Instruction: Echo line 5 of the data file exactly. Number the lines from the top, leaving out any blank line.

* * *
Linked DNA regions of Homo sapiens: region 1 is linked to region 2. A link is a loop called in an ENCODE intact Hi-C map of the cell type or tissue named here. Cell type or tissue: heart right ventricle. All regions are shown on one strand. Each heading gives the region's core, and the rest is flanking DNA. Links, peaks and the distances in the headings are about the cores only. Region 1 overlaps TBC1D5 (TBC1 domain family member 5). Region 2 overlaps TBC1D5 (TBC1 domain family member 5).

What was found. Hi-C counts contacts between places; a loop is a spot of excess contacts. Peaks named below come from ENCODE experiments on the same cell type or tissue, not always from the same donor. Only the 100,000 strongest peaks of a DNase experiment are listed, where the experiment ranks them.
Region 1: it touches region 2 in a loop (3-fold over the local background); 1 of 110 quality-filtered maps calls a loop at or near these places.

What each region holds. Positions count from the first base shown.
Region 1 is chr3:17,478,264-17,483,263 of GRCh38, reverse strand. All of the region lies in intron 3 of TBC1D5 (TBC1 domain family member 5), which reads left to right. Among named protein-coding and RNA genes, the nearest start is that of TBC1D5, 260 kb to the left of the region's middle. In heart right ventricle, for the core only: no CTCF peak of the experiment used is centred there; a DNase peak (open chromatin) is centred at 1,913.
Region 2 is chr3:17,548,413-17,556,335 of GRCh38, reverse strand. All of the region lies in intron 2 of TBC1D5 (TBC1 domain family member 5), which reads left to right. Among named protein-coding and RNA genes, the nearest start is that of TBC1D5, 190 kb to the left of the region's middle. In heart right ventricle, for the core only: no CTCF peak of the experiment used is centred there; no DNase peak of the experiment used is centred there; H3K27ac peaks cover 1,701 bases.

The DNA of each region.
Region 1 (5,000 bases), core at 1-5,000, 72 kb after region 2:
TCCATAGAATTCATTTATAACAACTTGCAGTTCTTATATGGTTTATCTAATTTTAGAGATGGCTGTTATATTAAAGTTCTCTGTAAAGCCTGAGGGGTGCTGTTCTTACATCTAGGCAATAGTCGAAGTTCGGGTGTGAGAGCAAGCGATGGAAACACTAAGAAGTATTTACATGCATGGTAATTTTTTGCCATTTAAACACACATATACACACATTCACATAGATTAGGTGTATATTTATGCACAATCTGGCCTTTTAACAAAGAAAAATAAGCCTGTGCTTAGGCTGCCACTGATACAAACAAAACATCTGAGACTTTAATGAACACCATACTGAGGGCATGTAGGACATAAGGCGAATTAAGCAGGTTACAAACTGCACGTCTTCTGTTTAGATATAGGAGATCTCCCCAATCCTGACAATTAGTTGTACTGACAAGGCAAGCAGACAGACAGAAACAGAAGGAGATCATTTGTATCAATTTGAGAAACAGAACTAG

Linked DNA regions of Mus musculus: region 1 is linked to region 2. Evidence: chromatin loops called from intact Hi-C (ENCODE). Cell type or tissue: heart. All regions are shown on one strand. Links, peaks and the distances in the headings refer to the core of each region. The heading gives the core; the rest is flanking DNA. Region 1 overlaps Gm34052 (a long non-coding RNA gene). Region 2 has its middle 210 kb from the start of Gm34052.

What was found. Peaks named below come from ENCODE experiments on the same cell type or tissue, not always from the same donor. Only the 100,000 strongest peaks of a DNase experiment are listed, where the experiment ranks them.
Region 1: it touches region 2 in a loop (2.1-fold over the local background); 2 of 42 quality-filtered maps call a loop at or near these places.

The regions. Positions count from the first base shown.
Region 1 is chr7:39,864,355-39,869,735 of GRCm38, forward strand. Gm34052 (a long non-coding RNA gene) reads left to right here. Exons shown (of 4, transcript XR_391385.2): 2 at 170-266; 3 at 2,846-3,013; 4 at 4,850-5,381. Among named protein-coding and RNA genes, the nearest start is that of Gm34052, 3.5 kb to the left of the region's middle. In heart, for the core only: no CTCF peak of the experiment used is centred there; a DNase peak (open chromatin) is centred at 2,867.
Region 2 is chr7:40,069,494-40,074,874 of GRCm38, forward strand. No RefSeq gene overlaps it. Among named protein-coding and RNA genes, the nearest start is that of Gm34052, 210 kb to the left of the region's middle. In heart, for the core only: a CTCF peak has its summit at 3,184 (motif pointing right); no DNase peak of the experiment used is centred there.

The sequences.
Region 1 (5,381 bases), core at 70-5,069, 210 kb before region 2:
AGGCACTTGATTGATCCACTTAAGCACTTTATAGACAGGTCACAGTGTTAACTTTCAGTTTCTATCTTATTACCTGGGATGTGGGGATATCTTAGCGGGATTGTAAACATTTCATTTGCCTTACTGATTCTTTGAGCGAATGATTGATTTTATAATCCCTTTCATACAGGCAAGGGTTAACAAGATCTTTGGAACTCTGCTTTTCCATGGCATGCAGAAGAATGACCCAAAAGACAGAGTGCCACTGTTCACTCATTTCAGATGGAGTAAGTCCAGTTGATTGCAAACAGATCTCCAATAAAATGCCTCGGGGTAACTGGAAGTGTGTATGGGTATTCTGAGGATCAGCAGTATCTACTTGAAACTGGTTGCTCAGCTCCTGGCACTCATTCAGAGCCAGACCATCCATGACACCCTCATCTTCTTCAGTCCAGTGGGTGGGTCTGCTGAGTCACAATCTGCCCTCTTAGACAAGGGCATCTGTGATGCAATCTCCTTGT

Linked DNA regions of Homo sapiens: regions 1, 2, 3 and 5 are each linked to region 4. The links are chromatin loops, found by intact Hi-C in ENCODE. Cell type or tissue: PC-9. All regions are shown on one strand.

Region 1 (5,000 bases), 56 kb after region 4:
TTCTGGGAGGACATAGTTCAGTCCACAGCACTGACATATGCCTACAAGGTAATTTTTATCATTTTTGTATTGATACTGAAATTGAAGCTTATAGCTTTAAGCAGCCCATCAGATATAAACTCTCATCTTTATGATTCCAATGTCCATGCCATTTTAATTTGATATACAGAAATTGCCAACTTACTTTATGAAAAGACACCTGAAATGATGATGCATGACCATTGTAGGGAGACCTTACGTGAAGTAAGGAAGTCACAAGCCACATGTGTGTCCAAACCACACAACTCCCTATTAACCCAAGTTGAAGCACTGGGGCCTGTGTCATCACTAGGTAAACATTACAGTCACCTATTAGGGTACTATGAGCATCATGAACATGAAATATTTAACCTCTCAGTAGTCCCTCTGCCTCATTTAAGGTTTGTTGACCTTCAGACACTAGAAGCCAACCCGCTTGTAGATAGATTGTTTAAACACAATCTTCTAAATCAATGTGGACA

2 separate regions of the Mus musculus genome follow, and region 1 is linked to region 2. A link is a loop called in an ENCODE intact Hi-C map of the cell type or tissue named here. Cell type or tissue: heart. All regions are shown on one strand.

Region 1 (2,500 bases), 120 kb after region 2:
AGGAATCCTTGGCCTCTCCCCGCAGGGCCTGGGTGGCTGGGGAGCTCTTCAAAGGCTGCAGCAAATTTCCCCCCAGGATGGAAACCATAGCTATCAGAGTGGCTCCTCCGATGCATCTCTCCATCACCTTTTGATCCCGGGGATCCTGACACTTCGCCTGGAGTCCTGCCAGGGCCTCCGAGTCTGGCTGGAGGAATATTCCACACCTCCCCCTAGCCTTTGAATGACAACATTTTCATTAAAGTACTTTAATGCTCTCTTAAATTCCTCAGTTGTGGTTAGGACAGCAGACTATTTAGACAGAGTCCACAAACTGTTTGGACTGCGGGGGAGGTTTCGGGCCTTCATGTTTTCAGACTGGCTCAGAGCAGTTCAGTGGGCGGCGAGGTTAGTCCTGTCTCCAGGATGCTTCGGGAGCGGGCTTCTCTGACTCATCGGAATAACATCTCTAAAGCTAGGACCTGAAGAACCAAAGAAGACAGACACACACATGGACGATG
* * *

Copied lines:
Region 1 is chr3:17,478,264-17,483,263 of GRCh38, reverse strand. All of the region lies in intron 3 of TBC1D5 (TBC1 domain family member 5), which reads left to right. Among named protein-coding and RNA genes, the nearest start is that of TBC1D5, 260 kb to the left of the region's middle. In heart right ventricle, for the core only: no CTCF peak of the experiment used is centred there; a DNase peak (open chromatin) is centred at 1,913.